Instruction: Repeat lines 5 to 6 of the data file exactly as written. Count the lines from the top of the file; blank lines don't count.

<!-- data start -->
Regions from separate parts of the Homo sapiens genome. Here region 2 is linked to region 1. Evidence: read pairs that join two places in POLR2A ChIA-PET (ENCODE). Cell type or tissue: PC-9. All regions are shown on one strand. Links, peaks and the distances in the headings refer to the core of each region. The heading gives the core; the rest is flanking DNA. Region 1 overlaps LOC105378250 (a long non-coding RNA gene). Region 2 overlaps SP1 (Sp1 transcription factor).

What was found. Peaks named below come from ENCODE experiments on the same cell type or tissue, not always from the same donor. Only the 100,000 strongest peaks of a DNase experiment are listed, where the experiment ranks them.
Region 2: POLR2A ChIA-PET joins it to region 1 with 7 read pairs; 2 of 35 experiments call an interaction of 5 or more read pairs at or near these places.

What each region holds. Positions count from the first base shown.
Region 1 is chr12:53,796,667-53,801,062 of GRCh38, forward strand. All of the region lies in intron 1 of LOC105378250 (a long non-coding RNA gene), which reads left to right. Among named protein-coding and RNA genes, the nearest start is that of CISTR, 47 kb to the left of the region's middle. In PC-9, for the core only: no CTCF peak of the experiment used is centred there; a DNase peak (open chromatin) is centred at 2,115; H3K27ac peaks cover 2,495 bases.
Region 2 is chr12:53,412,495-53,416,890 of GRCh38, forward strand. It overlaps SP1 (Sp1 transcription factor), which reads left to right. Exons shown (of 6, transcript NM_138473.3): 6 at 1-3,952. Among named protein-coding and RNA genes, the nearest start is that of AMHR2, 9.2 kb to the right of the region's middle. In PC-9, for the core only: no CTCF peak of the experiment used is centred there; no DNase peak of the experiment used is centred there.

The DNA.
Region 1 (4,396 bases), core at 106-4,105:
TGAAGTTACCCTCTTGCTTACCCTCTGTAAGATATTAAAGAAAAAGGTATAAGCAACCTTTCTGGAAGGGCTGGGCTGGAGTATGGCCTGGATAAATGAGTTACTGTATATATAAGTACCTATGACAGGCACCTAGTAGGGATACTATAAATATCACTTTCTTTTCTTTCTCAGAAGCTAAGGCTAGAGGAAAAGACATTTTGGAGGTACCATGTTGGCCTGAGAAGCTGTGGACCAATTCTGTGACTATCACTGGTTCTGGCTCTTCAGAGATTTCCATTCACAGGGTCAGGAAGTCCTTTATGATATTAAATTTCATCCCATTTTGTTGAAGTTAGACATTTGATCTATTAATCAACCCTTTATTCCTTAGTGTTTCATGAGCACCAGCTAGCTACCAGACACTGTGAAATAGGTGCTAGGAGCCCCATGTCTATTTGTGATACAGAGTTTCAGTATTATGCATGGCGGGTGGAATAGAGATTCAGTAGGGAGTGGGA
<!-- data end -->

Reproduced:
Region 1 is chr12:53,796,667-53,801,062 of GRCh38, forward strand. All of the region lies in intron 1 of LOC105378250 (a long non-coding RNA gene), which reads left to right. Among named protein-coding and RNA genes, the nearest start is that of CISTR, 47 kb to the left of the region's middle. In PC-9, for the core only: no CTCF peak of the experiment used is centred there; a DNase peak (open chromatin) is centred at 2,115; H3K27ac peaks cover 2,495 bases.
Region 2 is chr12:53,412,495-53,416,890 of GRCh38, forward strand. It overlaps SP1 (Sp1 transcription factor), which reads left to right. Exons shown (of 6, transcript NM_138473.3): 6 at 1-3,952. Among named protein-coding and RNA genes, the nearest start is that of AMHR2, 9.2 kb to the right of the region's middle. In PC-9, for the core only: no CTCF peak of the experiment used is centred there; no DNase peak of the experiment used is centred there.